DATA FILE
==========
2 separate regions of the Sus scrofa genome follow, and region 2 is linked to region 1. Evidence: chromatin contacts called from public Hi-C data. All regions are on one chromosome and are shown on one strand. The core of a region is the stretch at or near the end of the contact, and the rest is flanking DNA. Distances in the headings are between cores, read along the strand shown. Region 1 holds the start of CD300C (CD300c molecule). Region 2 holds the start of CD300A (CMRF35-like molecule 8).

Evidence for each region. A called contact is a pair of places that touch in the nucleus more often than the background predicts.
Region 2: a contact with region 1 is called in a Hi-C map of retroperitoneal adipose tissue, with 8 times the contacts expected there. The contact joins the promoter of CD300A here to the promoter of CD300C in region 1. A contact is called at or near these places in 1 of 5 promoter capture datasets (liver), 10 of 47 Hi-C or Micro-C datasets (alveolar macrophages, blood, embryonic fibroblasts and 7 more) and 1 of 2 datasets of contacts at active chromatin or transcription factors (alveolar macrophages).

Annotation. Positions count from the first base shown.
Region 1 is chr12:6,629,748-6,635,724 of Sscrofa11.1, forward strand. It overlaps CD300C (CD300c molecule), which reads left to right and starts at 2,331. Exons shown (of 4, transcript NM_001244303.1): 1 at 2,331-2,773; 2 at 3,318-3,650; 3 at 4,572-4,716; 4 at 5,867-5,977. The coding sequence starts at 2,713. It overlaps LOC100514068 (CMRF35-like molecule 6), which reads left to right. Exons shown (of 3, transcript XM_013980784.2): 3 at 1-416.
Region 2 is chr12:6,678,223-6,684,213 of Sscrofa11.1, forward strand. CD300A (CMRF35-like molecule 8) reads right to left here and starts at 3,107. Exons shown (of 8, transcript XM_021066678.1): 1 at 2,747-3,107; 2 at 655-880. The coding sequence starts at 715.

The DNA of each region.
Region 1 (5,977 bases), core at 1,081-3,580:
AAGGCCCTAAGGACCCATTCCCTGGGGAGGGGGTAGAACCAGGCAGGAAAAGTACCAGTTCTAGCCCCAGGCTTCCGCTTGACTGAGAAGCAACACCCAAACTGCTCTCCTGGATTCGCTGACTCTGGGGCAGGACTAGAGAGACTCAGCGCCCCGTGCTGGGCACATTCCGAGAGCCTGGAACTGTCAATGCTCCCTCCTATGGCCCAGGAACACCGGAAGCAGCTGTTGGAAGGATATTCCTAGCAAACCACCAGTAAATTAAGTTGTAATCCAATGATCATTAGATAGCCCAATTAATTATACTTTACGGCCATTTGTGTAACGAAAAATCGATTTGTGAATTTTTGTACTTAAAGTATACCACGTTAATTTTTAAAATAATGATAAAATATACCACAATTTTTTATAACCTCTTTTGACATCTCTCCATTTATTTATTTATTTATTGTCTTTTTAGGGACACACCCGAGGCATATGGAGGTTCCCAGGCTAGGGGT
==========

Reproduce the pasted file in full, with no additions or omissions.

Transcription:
2 separate regions of the Sus scrofa genome follow, and region 2 is linked to region 1. Evidence: chromatin contacts called from public Hi-C data. All regions are on one chromosome and are shown on one strand. The core of a region is the stretch at or near the end of the contact, and the rest is flanking DNA. Distances in the headings are between cores, read along the strand shown. Region 1 holds the start of CD300C (CD300c molecule). Region 2 holds the start of CD300A (CMRF35-like molecule 8).

Evidence for each region. A called contact is a pair of places that touch in the nucleus more often than the background predicts.
Region 2: a contact with region 1 is called in a Hi-C map of retroperitoneal adipose tissue, with 8 times the contacts expected there. The contact joins the promoter of CD300A here to the promoter of CD300C in region 1. A contact is called at or near these places in 1 of 5 promoter capture datasets (liver), 10 of 47 Hi-C or Micro-C datasets (alveolar macrophages, blood, embryonic fibroblasts and 7 more) and 1 of 2 datasets of contacts at active chromatin or transcription factors (alveolar macrophages).

Annotation. Positions count from the first base shown.
Region 1 is chr12:6,629,748-6,635,724 of Sscrofa11.1, forward strand. It overlaps CD300C (CD300c molecule), which reads left to right and starts at 2,331. Exons shown (of 4, transcript NM_001244303.1): 1 at 2,331-2,773; 2 at 3,318-3,650; 3 at 4,572-4,716; 4 at 5,867-5,977. The coding sequence starts at 2,713. It overlaps LOC100514068 (CMRF35-like molecule 6), which reads left to right. Exons shown (of 3, transcript XM_013980784.2): 3 at 1-416.
Region 2 is chr12:6,678,223-6,684,213 of Sscrofa11.1, forward strand. CD300A (CMRF35-like molecule 8) reads right to left here and starts at 3,107. Exons shown (of 8, transcript XM_021066678.1): 1 at 2,747-3,107; 2 at 655-880. The coding sequence starts at 715.

The DNA of each region.
Region 1 (5,977 bases), core at 1,081-3,580:
AAGGCCCTAAGGACCCATTCCCTGGGGAGGGGGTAGAACCAGGCAGGAAAAGTACCAGTTCTAGCCCCAGGCTTCCGCTTGACTGAGAAGCAACACCCAAACTGCTCTCCTGGATTCGCTGACTCTGGGGCAGGACTAGAGAGACTCAGCGCCCCGTGCTGGGCACATTCCGAGAGCCTGGAACTGTCAATGCTCCCTCCTATGGCCCAGGAACACCGGAAGCAGCTGTTGGAAGGATATTCCTAGCAAACCACCAGTAAATTAAGTTGTAATCCAATGATCATTAGATAGCCCAATTAATTATACTTTACGGCCATTTGTGTAACGAAAAATCGATTTGTGAATTTTTGTACTTAAAGTATACCACGTTAATTTTTAAAATAATGATAAAATATACCACAATTTTTTATAACCTCTTTTGACATCTCTCCATTTATTTATTTATTTATTGTCTTTTTAGGGACACACCCGAGGCATATGGAGGTTCCCAGGCTAGGGGT